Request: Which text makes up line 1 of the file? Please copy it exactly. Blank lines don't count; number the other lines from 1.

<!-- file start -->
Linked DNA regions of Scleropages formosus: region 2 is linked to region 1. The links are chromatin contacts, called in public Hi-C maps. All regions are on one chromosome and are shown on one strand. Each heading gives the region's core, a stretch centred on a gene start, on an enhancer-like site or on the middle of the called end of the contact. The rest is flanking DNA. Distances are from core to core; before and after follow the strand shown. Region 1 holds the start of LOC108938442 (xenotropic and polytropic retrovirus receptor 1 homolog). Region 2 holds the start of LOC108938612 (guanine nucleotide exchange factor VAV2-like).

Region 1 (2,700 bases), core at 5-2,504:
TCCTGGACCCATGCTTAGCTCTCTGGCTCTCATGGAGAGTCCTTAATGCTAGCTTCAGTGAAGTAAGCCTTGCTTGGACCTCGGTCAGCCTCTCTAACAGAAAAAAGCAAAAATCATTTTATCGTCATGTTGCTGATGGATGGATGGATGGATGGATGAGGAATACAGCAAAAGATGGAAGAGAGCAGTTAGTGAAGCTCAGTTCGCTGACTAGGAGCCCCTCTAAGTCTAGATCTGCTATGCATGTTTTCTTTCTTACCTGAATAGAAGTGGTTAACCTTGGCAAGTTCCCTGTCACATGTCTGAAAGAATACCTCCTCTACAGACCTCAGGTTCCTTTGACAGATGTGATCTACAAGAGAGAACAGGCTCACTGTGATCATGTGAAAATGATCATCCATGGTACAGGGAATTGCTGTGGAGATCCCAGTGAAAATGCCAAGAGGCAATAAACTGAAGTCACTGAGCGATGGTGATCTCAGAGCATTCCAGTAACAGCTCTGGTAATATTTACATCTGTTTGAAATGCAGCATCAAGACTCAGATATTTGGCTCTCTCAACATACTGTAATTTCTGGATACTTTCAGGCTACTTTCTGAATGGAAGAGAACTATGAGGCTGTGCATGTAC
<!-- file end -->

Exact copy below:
Linked DNA regions of Scleropages formosus: region 2 is linked to region 1. The links are chromatin contacts, called in public Hi-C maps. All regions are on one chromosome and are shown on one strand. Each heading gives the region's core, a stretch centred on a gene start, on an enhancer-like site or on the middle of the called end of the contact. The rest is flanking DNA. Distances are from core to core; before and after follow the strand shown. Region 1 holds the start of LOC108938442 (xenotropic and polytropic retrovirus receptor 1 homolog). Region 2 holds the start of LOC108938612 (guanine nucleotide exchange factor VAV2-like).